For the initiated, it will become obvious that very few so called secrets, if any, have been revealed in the opera’s script. These are the recurrence of the number three (knocks, lights, etc.) and the imposed reticence and secrecy by means of the padlock on Papageno’s lips. In fact secrecy or the guarding of Masonic secrets is not only well-known to cowans to masonry and non-masons, but also it is the basic reason of attacks against masonry. Others also consider the main character Tamino’s fainting as reminiscent of the raising ceremony. Actually, the libretto culls heavily on the literary work ‘Sethos’ by Abbe Ferrasson which was much in vogue among even masons as it purported to be a historic treatise on the rites of Isis and Osiris, translated from an ancient Egyptian papyrus. It was proved to be a fake during the nineteenth century.


Coming back to Sophie Haibel’s part during B. Mozart’s last days, it has been recorded by Chailley that she had been chasing a number of Catholic parish priests to assist Mozart on his death-bed. The fact that she chased a number of them implies that many at least had refused. Otherwise why chase a number? We are never sure whether one of them recanted. What is sure is that B. Mozart’s ‘earthly remains were given the last rites in front of the Crucifix Chapel inside St Stephen’s Cathedral in Vienna at three o’clock in the afternoon, and were subsequently buried in an unmarked grave in a churchyard in a suburb of Vienna, St Marx Cemetery. And there was no stormy weather the night he died, either. Weather bulletins of the day recorded fine weather in Vienna (Chailley: 1971)! Propagated myth and produced legend were used to demonise Brother Mozart, implying that he passed away amidst thunder and lighting which were caused by the devils that had come to drag his soul to hell. It all fits.


But why was he buried so far from central Vienna? What comes to mind is the fact that in Catholic counties like Malta and Austria, Catholics who are excommunicated from the Roman Church cannot be buried in consecrated ground. In Malta’s main cemetery, The Maria Addolorata Cemetery, there exists a non-consecrated area were such persons and non-recanting persons used to be buried. This area was much in use during politico-religious war of the nineteen-sixties between Dom Mintoff’s Malta Labour Party and the Roman Catholic Church. (Incidentally, Mintoff himself was reputed to been initiated as a Mason within the Scottish Constitution while he was a Rhodes Scholar in the U.K. but this has not yet ever been confirmed!) Returning to the non-consecrated ground, it was the area where non-repenting (publicly to the satisfaction of the Church) supporters and members of the Malta Labour Party were buried in the sixties. In Maltese this area is known as ‘Il-Mizbla’, the rubbish dump. This implies that if one is cut off from her through excommunication or Interdict, the Church (which preaches charity, forgiveness and blah-blah-blah for the weak and sub-ordinate to observe) considers the dead bodies of these non-repentant as filth only fit for the rubbish dump. How this affects the dead person one cannot know, but it is a grave social blemish and dishonour to those that survive him, who, for all intents and purposes could well be good and practising Catholics themselves. As the Cardinal Archbishop of the Philippines observed, the Church must observe extreme care when dealing with such cases lest ‘innocent’ practising believers be hurt. One has also to mention that the Father of the Maltese Language, Mikiel Anton Vassalli, was buried at Ta’ Braxia Cemetery, an English Protestant cemetery outside Valletta, both because he had translated the Protestant Bible into the Maltese Language, and , unofficially, because he was reputed to be a mason. For there has not yet been found documented evidence. In regards to Bro Mozart’s burial in an unmarked (could it be unconsecrated?) grave away from prying eyes after having been blessed in a Catholic church, could have been a negotiated solution reached as a face-saver to all concerned.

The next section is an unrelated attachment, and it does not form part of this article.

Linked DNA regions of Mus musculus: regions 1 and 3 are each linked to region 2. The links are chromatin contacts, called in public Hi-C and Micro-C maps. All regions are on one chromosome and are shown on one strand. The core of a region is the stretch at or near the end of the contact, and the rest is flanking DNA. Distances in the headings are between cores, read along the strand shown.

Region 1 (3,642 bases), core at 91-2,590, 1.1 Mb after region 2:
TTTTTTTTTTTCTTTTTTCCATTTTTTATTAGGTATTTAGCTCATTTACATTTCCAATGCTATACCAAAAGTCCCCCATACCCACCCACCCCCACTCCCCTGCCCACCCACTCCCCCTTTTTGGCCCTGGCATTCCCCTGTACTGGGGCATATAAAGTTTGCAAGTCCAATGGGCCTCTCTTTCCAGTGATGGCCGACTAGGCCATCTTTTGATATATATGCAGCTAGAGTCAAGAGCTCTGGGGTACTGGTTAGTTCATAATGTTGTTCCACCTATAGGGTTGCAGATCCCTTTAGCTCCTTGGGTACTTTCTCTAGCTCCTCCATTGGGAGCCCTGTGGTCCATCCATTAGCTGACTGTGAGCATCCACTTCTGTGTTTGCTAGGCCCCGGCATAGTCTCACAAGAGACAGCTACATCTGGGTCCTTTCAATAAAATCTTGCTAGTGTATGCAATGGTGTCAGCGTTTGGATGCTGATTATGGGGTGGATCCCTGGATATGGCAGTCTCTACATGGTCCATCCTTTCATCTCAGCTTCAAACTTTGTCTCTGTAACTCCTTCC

His Brethren held a Lodge of Sorrows in his memory and the Oration was published.

[1] A paper in this regard, accompanied by photographic illustration in in preparation by this author.

Bibliography and references

AUTEXIER, P. A., Freemasonry in The Mozart Compendium (H. C. Robbins Landon ed.), London: Thames and Hudson, 1990


BLOM, ERIC, Mozart, in Grove’s Dictionary of Music and Musicians  (Blom, E., 5th ed. Vol. 5: 923-983), London: Macmillan, 1977


BLOM, ERIC (Ed.),  Mozart’s Letters, London: Penguin Books, 1956


CHAILLEY, JACQUES,  the Magic Flute, Masonic Opera, tr. Weinstock, Herbert, New York: Alfred A. Knopf, 1971 (originally publish in French, 1968) 


CONDEE, NEWCOM, Bro Mozart and the Magic Flute. (Unpublished paper retrieved from the website of the Hiram’s Oasis Lodge


DENT, EDWARD J., Mozart’s Operas: A Critical Study, 2nd ed., London: OUP, 1960


MILNES, RODNEY,  ‘Singspiel’ and Symbolism’, in John, Nicholas, ed., The Magic Flute, London: John Calder, 1980 


ROBBINS LANDON, H.C., Mozart and the Masons, London: Thames & Hudson, 1982


ROBBINS LANDON, H.C., Mozart: The Golden Years, London: Thames & Hudson, 1989


ROBBINS LANDON, H.C.Mozart’s Last Year, London: Thames & Hudson, 1998


STONE, JOHN,  Mozart’s illnesses and death in The Mozart Compendium (H.C. Robbins Landon ed.), London: Thames and Hudson, 1990


STONE, JOHN,  Mozart’s Opinions and Outlook in The Mozart Compendium (H.C. Robbins Landon ed.), London: Thames and Hudson, 1990